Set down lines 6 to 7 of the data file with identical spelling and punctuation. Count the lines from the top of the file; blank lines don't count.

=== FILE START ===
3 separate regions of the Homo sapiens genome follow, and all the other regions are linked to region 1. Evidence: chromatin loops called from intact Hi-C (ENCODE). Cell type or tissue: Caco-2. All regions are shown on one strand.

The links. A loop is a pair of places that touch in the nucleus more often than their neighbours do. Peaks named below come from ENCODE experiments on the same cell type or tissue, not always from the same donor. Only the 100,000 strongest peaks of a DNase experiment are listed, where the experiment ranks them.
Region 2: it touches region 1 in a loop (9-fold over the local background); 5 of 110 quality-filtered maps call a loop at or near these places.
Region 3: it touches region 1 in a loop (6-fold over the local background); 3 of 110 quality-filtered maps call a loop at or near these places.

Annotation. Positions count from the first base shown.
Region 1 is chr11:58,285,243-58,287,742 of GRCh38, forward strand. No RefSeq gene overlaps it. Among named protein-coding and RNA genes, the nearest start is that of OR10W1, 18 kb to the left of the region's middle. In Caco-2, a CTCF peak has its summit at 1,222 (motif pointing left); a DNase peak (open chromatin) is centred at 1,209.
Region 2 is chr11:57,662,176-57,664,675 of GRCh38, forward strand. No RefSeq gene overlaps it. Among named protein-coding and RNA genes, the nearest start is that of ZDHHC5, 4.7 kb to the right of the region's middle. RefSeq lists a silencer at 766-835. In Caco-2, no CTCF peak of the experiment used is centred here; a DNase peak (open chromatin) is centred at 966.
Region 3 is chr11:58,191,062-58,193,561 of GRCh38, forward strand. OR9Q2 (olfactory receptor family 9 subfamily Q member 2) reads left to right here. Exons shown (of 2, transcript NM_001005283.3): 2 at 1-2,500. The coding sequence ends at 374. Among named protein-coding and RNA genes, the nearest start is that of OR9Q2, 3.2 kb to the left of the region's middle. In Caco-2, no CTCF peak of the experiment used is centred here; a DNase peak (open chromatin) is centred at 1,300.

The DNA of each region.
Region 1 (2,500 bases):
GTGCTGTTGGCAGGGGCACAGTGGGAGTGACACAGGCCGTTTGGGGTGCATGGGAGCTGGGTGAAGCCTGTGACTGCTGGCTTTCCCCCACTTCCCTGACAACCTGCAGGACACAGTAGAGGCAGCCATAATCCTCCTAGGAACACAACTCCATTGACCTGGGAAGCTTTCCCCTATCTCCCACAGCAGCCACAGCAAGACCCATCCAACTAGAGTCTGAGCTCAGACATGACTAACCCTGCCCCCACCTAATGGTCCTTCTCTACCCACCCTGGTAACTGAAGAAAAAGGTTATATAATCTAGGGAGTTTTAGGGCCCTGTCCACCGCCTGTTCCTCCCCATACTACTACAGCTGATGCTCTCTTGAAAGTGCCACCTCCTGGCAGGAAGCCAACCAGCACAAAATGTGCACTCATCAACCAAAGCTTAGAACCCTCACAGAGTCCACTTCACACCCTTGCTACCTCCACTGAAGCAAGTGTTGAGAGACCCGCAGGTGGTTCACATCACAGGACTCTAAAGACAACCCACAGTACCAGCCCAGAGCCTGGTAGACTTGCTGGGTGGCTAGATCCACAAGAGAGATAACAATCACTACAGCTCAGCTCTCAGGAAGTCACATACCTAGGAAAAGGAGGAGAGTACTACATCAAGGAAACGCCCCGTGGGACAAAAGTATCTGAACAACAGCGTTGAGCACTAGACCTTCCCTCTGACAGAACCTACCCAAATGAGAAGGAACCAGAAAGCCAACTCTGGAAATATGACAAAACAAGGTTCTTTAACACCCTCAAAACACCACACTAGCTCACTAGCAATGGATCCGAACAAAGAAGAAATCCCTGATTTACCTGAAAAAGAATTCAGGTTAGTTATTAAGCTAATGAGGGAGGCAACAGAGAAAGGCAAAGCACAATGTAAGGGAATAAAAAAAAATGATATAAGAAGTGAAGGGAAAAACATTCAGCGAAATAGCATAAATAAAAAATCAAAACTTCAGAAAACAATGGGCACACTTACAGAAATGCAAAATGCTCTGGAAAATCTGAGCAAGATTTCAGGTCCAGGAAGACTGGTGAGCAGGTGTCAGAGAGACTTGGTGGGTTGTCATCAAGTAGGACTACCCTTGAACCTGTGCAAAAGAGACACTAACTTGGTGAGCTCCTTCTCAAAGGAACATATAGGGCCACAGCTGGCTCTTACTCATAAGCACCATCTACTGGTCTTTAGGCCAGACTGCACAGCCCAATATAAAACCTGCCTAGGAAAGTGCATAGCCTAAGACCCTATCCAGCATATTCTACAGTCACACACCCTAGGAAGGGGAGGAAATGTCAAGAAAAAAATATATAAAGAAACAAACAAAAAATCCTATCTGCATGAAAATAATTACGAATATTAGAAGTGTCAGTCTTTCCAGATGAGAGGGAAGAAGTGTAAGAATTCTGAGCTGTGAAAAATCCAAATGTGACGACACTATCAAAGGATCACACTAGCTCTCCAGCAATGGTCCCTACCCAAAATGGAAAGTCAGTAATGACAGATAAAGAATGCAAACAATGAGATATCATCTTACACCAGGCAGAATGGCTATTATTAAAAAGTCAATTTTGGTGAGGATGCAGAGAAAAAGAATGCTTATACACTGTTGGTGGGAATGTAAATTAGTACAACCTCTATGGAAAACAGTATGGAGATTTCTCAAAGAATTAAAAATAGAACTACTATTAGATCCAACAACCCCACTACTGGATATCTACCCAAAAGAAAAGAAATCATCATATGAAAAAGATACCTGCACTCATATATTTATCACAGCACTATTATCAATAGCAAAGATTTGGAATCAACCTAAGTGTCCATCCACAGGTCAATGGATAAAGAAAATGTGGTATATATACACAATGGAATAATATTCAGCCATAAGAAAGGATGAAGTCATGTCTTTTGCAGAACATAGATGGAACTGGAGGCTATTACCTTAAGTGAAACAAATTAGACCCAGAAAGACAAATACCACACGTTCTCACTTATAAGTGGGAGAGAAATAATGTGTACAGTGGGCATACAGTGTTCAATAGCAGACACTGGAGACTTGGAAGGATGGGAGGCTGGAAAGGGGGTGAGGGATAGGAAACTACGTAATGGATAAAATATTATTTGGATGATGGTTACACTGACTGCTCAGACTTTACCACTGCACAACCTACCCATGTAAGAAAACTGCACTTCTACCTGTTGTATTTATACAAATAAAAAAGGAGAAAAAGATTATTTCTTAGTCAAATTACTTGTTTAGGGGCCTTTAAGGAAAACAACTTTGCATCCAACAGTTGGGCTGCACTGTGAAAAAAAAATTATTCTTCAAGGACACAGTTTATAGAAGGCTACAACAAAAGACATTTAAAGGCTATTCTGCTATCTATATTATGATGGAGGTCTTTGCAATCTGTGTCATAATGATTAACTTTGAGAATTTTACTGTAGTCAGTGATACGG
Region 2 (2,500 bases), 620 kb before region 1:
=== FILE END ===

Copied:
Region 1 is chr11:58,285,243-58,287,742 of GRCh38, forward strand. No RefSeq gene overlaps it. Among named protein-coding and RNA genes, the nearest start is that of OR10W1, 18 kb to the left of the region's middle. In Caco-2, a CTCF peak has its summit at 1,222 (motif pointing left); a DNase peak (open chromatin) is centred at 1,209.
Region 2 is chr11:57,662,176-57,664,675 of GRCh38, forward strand. No RefSeq gene overlaps it. Among named protein-coding and RNA genes, the nearest start is that of ZDHHC5, 4.7 kb to the right of the region's middle. RefSeq lists a silencer at 766-835. In Caco-2, no CTCF peak of the experiment used is centred here; a DNase peak (open chromatin) is centred at 966.